Eating Disorders: An Illness or A Choice?

Eating Disorders

E-A-T-I-N-G   D-I-S-O-R-D-E-R-S

I remember reading that word for the very first time back when I was in grade 10. At that time, I was at my lowest possible weight, being manipulated by a voice in my mind that dictated every step I “should” or “shouldn’t” take. This overrode my ability to make any rational decisions, fearing food and weight gain, looking at my own image in the mirror with a constant feeling of not being “good enough”.

I felt attached to the scale, the numbers of which indicated my worth, my mood for the day, and how well I’ve been controlling my food plan and exercise routine. I was constantly avoiding social events where the food source was unknown to me, which made it difficult to track my calorie intake. I resorted to maladaptive eating behaviors so as to cope with negative feelings and thoughts… I just wanted to be thin, you know, but what I hadn’t realized back then is that I was forging myself into a deadly Eating Disorder: Anorexia Nervosa.

Maybe if I had heard about these serious mental “illnesses” earlier instead of surfing the web and ending up making painful discoveries; maybe if it wasn’t a sin to raise awareness around eating disorders; maybe if society had made it safe enough to talk about it without it being seen as “crazy” or “abnormal”; maybe if our community promoted health at every size instead of shrinking us to fit into XS sizes; maybe if people had more interesting things to say than “you’ve gained/lost weight”; maybe if the word “healthy” was conducted correctly instead of being erroneously defined by various industries; maybe if food was considered as fuel and nourishment to our bodies; maybe back then… I would have lived in a better place – mentally and physically.

But reality is far away from all these maybes. After all, who’s to blame?

For years, I felt like a prisoner to this torturous illness. I felt completely brainwashed and out of control, and yet I knew deep down that no one forced an eating disorder upon me…    

Without any concrete understanding or evidence otherwise, I inevitably felt that the eating disorder was my fault, and somewhat a choice I was making. The self-blame, guilt, and confusion that surfaced from wanting to do what I needed to do, but yet feeling powerless to make the steps pushed me further into the grip of my eating disorder.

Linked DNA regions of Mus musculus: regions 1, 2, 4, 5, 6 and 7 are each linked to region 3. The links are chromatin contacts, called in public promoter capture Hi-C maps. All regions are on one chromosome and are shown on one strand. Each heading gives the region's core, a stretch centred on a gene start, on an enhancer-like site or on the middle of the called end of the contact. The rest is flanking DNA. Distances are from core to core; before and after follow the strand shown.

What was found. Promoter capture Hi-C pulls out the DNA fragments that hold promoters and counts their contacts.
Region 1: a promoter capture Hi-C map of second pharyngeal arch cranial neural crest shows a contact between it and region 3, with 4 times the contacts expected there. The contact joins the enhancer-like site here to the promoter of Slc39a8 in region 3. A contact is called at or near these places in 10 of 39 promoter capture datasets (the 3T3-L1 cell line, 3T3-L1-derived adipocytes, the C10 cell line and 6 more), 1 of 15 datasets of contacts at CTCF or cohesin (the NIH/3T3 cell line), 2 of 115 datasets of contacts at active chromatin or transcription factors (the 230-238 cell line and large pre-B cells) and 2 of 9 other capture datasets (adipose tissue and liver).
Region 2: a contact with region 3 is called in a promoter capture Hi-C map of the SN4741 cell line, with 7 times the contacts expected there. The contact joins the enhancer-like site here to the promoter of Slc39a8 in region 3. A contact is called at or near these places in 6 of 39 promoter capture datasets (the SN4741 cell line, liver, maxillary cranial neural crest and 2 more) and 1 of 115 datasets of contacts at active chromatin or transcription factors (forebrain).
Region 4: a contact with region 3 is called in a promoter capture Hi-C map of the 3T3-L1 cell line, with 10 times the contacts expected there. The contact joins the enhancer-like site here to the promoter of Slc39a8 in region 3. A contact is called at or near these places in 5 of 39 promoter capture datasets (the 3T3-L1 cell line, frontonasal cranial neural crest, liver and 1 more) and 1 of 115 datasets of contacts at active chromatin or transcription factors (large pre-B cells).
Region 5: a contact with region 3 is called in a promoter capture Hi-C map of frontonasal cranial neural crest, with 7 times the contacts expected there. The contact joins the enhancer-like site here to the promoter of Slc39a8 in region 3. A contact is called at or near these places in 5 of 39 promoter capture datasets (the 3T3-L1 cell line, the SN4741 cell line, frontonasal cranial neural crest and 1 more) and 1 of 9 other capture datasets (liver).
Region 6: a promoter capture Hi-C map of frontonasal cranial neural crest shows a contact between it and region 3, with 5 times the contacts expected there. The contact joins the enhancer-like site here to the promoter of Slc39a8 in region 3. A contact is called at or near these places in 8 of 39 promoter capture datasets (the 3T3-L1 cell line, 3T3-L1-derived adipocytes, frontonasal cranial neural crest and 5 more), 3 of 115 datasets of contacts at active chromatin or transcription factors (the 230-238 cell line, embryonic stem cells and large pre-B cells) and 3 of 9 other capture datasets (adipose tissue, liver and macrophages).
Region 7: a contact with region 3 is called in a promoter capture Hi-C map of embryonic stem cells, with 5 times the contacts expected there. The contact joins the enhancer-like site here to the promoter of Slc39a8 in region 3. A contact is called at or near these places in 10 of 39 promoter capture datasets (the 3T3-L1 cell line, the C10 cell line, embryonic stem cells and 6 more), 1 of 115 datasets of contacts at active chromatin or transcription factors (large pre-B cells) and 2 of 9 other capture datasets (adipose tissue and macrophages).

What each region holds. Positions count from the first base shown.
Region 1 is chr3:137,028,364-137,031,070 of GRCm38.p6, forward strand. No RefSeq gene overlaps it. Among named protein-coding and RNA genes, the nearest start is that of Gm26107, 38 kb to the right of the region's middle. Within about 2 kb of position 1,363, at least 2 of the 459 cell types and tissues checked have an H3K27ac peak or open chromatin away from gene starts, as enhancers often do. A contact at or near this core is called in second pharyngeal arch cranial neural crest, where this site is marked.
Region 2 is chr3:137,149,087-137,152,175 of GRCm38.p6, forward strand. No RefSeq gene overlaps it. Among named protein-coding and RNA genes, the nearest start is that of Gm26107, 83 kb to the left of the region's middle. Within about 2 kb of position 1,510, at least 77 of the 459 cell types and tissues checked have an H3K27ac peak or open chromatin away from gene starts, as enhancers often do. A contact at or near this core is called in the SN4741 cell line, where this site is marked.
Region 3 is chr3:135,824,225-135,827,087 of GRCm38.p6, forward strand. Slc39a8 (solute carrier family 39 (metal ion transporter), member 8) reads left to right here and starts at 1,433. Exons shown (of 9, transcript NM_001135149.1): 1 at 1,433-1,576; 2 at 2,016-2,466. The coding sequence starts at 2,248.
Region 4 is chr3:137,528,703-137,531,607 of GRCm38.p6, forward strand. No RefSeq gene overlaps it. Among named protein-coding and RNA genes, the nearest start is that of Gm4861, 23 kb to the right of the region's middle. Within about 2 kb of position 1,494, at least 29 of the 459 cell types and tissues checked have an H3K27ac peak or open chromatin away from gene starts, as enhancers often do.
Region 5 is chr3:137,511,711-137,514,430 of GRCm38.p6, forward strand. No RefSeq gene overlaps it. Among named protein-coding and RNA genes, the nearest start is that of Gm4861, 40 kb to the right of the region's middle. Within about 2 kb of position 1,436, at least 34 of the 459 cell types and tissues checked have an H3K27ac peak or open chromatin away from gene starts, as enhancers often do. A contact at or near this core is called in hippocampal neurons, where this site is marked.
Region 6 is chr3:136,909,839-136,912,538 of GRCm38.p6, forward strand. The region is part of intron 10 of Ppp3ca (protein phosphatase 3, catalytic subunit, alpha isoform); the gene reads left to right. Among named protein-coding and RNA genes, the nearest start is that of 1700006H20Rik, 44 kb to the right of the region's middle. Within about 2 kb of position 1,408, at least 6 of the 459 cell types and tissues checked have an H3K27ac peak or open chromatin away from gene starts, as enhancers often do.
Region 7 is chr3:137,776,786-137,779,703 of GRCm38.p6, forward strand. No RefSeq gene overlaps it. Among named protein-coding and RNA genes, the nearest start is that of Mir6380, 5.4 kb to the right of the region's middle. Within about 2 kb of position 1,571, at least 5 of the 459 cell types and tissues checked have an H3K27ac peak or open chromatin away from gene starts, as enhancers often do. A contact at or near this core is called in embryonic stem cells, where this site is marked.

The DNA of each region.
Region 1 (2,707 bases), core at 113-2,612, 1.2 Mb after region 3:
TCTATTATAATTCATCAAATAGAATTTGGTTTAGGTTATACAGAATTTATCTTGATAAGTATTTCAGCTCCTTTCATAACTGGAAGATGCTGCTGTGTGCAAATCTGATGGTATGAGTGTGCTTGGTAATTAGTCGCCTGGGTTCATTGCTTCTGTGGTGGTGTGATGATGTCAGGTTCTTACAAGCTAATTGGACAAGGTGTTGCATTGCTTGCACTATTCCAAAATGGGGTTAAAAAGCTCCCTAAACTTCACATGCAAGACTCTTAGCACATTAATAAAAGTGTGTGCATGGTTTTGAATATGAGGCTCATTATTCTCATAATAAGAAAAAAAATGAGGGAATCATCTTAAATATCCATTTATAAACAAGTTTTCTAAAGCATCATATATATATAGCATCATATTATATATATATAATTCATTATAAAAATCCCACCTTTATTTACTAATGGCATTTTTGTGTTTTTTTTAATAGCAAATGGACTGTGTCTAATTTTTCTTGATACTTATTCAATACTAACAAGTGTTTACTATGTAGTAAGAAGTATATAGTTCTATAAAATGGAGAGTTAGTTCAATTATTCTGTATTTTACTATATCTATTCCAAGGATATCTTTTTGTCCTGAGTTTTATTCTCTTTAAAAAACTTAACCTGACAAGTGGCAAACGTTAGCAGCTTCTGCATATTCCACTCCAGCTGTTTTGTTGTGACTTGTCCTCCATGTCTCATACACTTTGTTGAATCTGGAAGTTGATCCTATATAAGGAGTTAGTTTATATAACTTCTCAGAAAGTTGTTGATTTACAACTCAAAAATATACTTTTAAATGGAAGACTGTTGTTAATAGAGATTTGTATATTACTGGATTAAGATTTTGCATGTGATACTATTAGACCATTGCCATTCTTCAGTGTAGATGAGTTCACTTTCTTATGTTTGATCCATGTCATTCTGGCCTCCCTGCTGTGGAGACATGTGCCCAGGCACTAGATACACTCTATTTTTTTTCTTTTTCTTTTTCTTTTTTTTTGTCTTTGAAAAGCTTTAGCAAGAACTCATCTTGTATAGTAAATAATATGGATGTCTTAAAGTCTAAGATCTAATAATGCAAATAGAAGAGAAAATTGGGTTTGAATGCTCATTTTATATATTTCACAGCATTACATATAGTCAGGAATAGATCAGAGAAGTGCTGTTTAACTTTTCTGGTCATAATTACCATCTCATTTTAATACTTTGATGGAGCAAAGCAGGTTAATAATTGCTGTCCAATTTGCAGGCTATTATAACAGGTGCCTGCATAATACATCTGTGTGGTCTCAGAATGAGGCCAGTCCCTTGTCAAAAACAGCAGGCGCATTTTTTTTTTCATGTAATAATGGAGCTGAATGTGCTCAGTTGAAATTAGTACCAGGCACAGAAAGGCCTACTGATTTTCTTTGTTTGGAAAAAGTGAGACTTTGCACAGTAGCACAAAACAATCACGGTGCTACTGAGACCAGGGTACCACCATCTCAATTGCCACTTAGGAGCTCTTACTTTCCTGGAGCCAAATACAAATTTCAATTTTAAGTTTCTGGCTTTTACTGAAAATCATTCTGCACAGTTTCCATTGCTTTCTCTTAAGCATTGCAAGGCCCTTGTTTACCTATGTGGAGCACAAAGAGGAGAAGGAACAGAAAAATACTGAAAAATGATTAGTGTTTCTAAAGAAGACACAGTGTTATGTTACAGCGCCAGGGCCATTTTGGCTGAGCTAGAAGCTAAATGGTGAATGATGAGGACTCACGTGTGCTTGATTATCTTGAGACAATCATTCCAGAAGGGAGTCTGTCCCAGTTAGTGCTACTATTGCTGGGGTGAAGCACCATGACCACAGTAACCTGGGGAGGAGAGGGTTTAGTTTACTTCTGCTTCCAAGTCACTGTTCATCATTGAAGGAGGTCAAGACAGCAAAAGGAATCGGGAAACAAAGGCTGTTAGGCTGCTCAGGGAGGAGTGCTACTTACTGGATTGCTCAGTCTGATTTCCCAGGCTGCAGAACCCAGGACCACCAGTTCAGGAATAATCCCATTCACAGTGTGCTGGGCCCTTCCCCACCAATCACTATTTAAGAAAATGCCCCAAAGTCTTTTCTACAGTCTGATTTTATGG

At the same time, I was furious about the stereotypical views of society and the discrimination regarding mental illness. I felt hopeless and helpless because I was afraid to reach out. I was afraid of external judgements and pointed fingers, even from my own family…

However, what treatment has taught me is that Eating disorders are multifaceted mental illnesses. They’re like a big complex snowball that depends on a variety of elements including genetic factors, unusual activity of brain neurotransmitters, hormones & other brain chemicals, our coping mechanisms when it comes to dealing with adversity and inadequacy, our childhood & developmental years, our personality, our beliefs, what we’re taught and what we are exposed to, what media images we are bombarded with, how beauty standards are defined and conveyed to us…

I have also learned that eating disorders are about more than the food. And unlike what many people think, Anorexia Nervosa is not limited to counting calories and severe restrictions, and it is definitely not as simple as “you just have to eat more”.

Food is only a part of it. The other part goes to deeper mental and emotional battles. While eating behaviors are common to people with an eating disorder, these deeper layers are more subjective and require considerable self-introspective work. To make it more relevant, anorexia nervosa is for example rooted in perfectionism, the need for control, an “all or nothing” mindset, lack of affection, low self-esteem, poor body-image…

So now I know, through increased knowledge and deep understanding of what has seemed senseless for many years, that I am not responsible for this illness. On the other hand, blaming the society and playing the victim sounded like dimming my chances to recover and fall even more into this downward spiral. And I was DONE with falling and ready to rise again! To rise to a place of consciousness about eating disorders, a place of mindfulness about all what was going on – externally and internally – in the NOW, a place of willingness to getting better and a place of prowess to fully recover.


And here I am today, looking in the mirror, and without any second thought, I see someone strong who has survived and thrived. I see someone who has claimed their life back. I see someone resilient who has learned A LOT from the bitter days. I see someone eager to gain more knowledge and expertise in this field. I see someone committed to make an impact and raise the needed awareness to reduce the shame and stigma around eating disorders. I see someone empowered to share their own vulnerable story to make it safe for others to speak out. I see someone passionate to help other people find their way to full recovery. I see Me!

When you find yourself cocooned in isolation and you cannot find your way out of darkness…Remember, this is similar to the place where caterpillars go to grow their wings.” – Necole Stephens


BY, Joanna Jleilaty, Wellness Coach & Eating Disorder Counselor.


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